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The Swamp Man

Steve Metcalf


What a pleasure to have let you in a world as cold as this.

What a heartbreak, what a sadness, what a tragedy in your kiss.

There’s a jewel in the crown. There’s a rose in the weeds.

I will not beg for what I want and I will ask for what I need.

“A Taste of Silver” Until the Ribbon Breaks

Chapter Four

WITH A NAME LIKE LITTLE YORK, he looked just about how I’d expected. We decided to meet at a coffee shop, not +COFFEE, but some random chain franchise monstrosity with overpriced, overcooked mud. Ten o’clock in the morning. Sunday. I sat at a small, circular table in the back corner sipping a black coffee when he walked in.


                The firecracker memory went off. His current appearance wasn’t done any justice by the profile snapshot on Riley’s murder wall. But the memories came back in a hurry. It took all of three seconds for my brain to categorize these various new scenes from the Riley Show – the stuff that had to do with Mr. York.

                Full name, Julius York. Nickname of “Little” since he was in the second grade. A small man, he received his fair share of bullying. Grew into a bright adult. Took three gap years between high school and college. Did some exploring. Worked some hard labor. Did some urban exploring. Has a YouTube channel where he broadcasts various finds. Currently a senior with a strange double major. Chemistry and Computer Science. Not so strange, maybe. Smart guy. All told, he was about the same age as me and Tracy.

                Working part time at +COFFEE. Thin, wiry frame punctuated by numerous tattoos that were now creeping up the right side of his neck. Some sort of Bengal Tiger or something. His ears, formerly gauged, had been surgically repaired, but only recently, as he still had scars on the newly-corrected lobes. For some reason, he was wearing red fingernail polish on his right hand and blue on his left.

                I shrugged.

                Little York.

                Through his urban explorer show, he’s the one who introduced me to the wreckage.

                “Hey, man,” York said, stepping sideways through the crowd and sat down across from me. He pulled a bottle of water out of his patch-covered messenger bag. Offered it to me and I shook my head. Something bothered me about the gesture, but I couldn’t put my finger on it.

                “York,” I answered, taking a sip from my coffee. My second cup of the morning. “How’s it going?”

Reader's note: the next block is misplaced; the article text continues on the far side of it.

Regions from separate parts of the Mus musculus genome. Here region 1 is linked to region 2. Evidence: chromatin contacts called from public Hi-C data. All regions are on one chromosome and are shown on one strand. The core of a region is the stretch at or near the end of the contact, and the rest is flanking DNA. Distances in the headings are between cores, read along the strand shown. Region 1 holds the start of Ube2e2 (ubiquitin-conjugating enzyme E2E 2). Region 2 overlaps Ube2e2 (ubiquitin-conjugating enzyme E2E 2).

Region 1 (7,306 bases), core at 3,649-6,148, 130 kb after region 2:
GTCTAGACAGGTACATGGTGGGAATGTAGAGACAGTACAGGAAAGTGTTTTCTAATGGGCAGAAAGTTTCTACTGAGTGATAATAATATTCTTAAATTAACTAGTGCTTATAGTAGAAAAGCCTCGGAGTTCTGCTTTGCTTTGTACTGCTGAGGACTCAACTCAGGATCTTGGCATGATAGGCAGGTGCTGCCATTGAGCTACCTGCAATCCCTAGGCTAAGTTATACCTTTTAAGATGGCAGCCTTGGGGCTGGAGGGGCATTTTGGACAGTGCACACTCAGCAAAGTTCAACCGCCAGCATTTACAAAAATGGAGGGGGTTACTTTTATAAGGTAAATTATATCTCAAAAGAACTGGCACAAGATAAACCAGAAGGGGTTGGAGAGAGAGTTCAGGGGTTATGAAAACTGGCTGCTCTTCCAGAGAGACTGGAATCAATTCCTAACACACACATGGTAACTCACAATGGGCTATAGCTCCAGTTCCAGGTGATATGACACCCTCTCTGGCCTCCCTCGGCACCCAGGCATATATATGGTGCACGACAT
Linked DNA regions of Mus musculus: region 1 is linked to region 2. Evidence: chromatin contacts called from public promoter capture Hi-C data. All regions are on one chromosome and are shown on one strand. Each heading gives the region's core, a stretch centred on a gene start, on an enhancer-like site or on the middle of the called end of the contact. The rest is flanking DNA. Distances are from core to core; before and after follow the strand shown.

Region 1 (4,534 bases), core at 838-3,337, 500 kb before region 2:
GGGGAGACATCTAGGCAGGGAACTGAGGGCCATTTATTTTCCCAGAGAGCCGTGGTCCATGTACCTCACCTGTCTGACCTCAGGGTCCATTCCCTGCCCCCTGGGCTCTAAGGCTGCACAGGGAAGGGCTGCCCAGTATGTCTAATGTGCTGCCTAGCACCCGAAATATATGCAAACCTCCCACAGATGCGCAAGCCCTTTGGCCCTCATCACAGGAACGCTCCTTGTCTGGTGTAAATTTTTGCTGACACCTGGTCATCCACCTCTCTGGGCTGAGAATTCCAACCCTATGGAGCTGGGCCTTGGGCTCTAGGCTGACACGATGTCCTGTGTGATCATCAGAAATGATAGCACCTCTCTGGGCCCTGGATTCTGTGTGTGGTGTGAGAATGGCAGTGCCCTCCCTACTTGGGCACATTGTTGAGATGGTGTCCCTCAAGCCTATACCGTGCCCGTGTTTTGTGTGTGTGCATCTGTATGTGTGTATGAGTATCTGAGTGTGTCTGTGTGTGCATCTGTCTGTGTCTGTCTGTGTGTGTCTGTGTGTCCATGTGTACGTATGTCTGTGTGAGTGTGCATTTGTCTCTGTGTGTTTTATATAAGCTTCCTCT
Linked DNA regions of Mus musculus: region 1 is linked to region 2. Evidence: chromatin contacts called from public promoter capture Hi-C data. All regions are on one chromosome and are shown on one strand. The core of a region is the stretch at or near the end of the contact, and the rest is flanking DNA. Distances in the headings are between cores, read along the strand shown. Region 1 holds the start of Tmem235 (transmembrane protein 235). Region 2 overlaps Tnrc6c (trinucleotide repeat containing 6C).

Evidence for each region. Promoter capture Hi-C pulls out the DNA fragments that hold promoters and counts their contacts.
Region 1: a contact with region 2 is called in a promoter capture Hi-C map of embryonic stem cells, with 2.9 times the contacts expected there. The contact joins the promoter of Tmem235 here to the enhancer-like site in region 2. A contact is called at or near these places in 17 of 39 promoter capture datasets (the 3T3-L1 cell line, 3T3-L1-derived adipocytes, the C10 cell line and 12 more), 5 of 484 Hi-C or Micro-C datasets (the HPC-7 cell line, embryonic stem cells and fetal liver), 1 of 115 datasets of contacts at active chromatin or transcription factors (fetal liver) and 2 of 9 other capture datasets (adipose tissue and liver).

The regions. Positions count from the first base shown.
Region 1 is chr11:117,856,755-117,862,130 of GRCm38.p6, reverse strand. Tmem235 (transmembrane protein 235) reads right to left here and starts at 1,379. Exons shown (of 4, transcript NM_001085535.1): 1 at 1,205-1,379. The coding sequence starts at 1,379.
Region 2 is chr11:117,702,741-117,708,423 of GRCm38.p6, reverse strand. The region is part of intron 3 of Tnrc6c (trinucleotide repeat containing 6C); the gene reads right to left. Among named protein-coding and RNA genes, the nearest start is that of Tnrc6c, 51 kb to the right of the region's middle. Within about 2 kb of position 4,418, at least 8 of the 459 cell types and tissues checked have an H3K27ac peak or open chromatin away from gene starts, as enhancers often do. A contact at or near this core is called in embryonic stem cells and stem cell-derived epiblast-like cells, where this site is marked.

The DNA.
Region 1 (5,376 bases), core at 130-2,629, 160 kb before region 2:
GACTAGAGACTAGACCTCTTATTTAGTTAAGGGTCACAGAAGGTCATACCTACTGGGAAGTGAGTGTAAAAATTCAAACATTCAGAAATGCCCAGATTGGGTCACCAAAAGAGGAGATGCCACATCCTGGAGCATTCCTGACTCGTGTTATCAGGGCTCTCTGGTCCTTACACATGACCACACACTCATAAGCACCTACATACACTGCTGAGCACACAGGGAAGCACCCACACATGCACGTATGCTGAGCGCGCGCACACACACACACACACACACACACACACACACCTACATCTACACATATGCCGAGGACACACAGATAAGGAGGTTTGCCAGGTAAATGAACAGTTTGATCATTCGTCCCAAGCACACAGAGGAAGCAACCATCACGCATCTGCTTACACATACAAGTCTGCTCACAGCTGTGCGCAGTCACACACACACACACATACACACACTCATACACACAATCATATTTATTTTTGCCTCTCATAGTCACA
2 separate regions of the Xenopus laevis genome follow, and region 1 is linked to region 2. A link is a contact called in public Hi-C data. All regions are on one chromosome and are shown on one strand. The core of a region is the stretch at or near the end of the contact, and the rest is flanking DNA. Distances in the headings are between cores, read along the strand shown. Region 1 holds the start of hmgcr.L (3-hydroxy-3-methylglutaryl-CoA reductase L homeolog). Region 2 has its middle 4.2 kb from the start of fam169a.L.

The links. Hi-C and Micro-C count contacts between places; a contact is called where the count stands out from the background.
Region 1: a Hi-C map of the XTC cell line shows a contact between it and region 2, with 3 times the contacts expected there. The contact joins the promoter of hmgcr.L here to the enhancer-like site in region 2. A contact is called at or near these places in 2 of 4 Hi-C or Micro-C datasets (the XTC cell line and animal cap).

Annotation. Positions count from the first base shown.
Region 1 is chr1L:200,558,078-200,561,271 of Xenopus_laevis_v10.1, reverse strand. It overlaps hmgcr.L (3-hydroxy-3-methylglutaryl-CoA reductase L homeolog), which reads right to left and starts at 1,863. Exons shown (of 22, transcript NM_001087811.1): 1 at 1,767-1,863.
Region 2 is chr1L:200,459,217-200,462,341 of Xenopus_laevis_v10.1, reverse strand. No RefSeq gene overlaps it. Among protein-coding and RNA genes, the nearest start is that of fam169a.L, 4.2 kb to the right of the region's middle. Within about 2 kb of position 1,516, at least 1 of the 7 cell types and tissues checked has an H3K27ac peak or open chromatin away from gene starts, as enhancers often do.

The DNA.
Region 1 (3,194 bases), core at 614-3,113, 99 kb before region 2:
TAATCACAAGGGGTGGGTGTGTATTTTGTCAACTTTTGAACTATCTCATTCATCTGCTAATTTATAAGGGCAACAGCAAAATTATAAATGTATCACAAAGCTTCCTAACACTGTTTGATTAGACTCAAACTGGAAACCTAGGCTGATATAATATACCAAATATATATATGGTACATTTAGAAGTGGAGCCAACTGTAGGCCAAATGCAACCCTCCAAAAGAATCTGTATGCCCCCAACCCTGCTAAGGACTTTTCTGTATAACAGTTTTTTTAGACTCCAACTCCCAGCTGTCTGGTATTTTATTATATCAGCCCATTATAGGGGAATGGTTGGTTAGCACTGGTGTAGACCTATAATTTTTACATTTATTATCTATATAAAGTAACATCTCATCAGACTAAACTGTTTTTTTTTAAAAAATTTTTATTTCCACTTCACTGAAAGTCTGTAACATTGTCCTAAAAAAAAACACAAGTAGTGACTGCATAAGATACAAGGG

“I’m okay,” he said, twisting off the lid of the water bottle and taking a big swig. He screwed the cap on, put the bottle on the table and leaned forward. “But, how are you? Are you okay?”

                I put the coffee down and squinted a little at my tablemate.

                “What are you getting at, man?”

                “Sorry, Vantch. Look, I know you’re not a friend of Jackson’s. I just wanted to pass something along to you. This guy Jared and I are both part time at Plus. We don’t cross paths a whole lot. But we did on Friday. He had mentioned that Jackson was looking to buy some,” York leaned forward and adopted a conspiratorial tone. “Rohypnol tablets. Roofies. When I heard you were heading out to the wreckage with him. I don’t know. I guess I thought he was up to no good. Something. I don’t know. He’s not a good dude, dude.”

                “Jared,” I said. “Right. I know him. I think. I vaguely remember a conversation.”

                It was like trying to build a jigsaw puzzle with no overall image. Trying to put sections together and hoping to glean the totality of the picture from the tiny pieces. I was still not getting any real memories of this Jackson character. York, to his credit looked worried and then relieved to see me.

                “Thanks, man,” I said, folding my hands on the tabletop. “I appreciate the concern. Everything’s fine. Made it to the wreckage. Made it back.”

                Little Julius York nodded. Took another sip of his water. It was a whole process, but I watched all the way through.

                “You get any good pictures?”

                I started to answer and realized I was a bad detective. In looking at the murder wall, I had neglected my own death. Something about the water was bothering me. And I hadn’t really dug through Riley’s phone. Honestly, I didn’t know if I had taken any pictures. Or not. They might be a key to why I had gone out there in the first place.

                Rather than give him the honest answer, which would have been troubling, I simply nodded and smiled. Took a sip from my own drink and rested it back down on the table.

                “Hey, thanks for coming to the ceremony for Tracy,” I said.

                Again, York nodded.

                “You got it. She was cool. It was a nice ceremony.”

                It was my turn to nod.

                “Yeah. Her parents are right now taking an off-the-grid road trip to scatter half her ashes over the Pacific. They took it hard. Understandable.”

                “Yeah,” Little York said. “Understandable.”